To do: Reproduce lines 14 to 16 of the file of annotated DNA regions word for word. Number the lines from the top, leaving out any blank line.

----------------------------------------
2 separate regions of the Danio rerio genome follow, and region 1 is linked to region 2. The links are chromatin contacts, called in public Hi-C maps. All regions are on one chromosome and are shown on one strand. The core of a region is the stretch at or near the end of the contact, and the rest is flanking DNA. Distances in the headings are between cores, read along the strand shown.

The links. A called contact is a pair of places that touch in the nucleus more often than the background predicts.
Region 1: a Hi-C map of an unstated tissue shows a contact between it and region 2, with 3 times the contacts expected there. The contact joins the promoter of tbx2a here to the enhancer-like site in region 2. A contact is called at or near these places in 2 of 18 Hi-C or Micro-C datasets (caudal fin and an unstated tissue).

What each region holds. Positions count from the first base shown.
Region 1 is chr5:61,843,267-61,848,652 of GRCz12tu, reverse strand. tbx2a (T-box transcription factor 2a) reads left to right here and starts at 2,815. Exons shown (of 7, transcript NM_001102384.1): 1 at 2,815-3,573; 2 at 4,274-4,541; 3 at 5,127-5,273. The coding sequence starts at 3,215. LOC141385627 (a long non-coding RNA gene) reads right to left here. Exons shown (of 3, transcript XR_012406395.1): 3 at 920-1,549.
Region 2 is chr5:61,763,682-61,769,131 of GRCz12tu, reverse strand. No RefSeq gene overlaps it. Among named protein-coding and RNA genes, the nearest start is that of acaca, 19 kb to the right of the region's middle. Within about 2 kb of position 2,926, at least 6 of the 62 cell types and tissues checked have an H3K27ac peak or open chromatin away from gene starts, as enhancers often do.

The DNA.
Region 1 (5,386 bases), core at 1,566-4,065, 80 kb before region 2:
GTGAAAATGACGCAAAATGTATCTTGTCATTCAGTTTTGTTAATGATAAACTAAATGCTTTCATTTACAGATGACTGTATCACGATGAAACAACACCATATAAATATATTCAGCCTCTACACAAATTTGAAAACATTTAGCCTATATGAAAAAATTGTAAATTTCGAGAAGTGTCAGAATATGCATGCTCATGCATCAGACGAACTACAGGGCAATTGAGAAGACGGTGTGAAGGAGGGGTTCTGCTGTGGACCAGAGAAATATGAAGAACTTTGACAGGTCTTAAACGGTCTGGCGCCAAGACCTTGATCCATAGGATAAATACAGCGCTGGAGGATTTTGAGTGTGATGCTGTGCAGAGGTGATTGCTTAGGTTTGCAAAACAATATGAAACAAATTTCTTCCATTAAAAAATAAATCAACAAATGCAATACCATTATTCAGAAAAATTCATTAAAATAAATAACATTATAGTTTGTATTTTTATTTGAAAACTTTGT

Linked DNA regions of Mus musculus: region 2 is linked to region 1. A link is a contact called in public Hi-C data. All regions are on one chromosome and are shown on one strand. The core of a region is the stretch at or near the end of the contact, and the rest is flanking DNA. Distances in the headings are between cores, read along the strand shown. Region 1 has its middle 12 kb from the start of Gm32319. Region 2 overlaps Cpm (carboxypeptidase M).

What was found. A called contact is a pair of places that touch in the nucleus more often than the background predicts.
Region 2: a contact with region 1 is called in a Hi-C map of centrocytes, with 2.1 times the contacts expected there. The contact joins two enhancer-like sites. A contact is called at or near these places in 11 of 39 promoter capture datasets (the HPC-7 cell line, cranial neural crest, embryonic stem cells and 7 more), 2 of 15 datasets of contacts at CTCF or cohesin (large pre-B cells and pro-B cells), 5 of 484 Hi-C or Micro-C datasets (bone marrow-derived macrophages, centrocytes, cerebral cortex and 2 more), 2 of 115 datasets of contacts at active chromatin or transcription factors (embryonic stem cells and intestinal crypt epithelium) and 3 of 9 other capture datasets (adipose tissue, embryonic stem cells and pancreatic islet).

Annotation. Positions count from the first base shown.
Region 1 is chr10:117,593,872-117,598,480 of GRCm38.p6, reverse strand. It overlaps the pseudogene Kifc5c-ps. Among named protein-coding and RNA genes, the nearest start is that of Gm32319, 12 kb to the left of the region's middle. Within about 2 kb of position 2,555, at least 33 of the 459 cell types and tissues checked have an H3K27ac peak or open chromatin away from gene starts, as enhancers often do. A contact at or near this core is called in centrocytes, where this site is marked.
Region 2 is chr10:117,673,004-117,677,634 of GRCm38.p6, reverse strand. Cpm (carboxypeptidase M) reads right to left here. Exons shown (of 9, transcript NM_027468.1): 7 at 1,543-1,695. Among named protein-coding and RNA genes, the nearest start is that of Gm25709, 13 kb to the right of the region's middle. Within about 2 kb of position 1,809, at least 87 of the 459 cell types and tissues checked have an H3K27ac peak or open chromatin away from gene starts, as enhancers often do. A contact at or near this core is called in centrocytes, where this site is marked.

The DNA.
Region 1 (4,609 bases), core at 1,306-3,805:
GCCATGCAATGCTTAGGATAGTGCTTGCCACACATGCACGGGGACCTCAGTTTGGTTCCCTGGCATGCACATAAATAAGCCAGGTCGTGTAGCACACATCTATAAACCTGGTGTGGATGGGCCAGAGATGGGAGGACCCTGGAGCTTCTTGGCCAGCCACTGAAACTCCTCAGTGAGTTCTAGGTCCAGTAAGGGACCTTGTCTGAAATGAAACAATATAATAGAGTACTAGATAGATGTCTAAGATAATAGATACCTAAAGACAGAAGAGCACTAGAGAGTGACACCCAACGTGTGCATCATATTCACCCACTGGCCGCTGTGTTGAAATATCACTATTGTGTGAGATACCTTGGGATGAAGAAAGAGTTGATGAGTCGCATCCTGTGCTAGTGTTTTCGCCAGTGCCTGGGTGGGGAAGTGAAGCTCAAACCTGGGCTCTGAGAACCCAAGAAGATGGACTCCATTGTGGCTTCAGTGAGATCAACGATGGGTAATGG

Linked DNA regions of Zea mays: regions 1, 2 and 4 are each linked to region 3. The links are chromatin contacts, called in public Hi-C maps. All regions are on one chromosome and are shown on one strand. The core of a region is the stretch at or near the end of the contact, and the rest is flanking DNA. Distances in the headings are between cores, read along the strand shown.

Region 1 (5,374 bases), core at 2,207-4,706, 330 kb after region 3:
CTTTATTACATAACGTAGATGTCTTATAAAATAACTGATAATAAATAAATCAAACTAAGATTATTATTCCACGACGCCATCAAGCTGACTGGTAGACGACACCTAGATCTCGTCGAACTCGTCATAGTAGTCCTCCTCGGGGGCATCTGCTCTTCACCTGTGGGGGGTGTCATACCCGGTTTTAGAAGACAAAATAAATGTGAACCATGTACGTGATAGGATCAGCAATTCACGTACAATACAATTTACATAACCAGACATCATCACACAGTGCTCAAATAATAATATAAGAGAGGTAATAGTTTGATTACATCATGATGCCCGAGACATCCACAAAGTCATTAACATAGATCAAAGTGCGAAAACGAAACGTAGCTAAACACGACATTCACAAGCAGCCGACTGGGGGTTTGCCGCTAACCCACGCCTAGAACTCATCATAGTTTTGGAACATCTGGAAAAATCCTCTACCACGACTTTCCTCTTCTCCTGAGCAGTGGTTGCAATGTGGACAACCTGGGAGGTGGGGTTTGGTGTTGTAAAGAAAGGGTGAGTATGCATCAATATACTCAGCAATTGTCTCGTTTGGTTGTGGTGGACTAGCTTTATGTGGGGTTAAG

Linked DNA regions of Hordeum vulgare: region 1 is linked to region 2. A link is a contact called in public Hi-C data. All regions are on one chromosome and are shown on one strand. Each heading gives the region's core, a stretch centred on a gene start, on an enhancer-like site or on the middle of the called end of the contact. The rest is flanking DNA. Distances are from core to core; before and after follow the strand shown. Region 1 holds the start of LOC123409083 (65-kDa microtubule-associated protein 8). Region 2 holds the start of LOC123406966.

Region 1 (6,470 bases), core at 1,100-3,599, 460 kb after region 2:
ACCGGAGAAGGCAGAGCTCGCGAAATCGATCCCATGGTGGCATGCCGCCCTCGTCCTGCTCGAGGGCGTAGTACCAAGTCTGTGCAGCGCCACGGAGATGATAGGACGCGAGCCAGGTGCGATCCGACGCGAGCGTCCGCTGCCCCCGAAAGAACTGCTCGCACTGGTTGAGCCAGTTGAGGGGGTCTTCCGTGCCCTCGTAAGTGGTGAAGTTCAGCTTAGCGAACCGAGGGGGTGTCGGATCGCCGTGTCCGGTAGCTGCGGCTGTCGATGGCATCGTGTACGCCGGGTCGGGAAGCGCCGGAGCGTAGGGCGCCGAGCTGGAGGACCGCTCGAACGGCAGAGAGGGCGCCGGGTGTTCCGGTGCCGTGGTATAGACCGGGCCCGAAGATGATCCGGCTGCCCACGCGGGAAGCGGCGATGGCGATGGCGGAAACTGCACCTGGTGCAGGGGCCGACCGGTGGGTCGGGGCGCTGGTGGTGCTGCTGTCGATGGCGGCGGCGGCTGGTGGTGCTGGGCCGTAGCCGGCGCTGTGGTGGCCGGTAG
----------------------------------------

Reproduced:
Region 1 is chr10:117,593,872-117,598,480 of GRCm38.p6, reverse strand. It overlaps the pseudogene Kifc5c-ps. Among named protein-coding and RNA genes, the nearest start is that of Gm32319, 12 kb to the left of the region's middle. Within about 2 kb of position 2,555, at least 33 of the 459 cell types and tissues checked have an H3K27ac peak or open chromatin away from gene starts, as enhancers often do. A contact at or near this core is called in centrocytes, where this site is marked.
Region 2 is chr10:117,673,004-117,677,634 of GRCm38.p6, reverse strand. Cpm (carboxypeptidase M) reads right to left here. Exons shown (of 9, transcript NM_027468.1): 7 at 1,543-1,695. Among named protein-coding and RNA genes, the nearest start is that of Gm25709, 13 kb to the right of the region's middle. Within about 2 kb of position 1,809, at least 87 of the 459 cell types and tissues checked have an H3K27ac peak or open chromatin away from gene starts, as enhancers often do. A contact at or near this core is called in centrocytes, where this site is marked.

The DNA.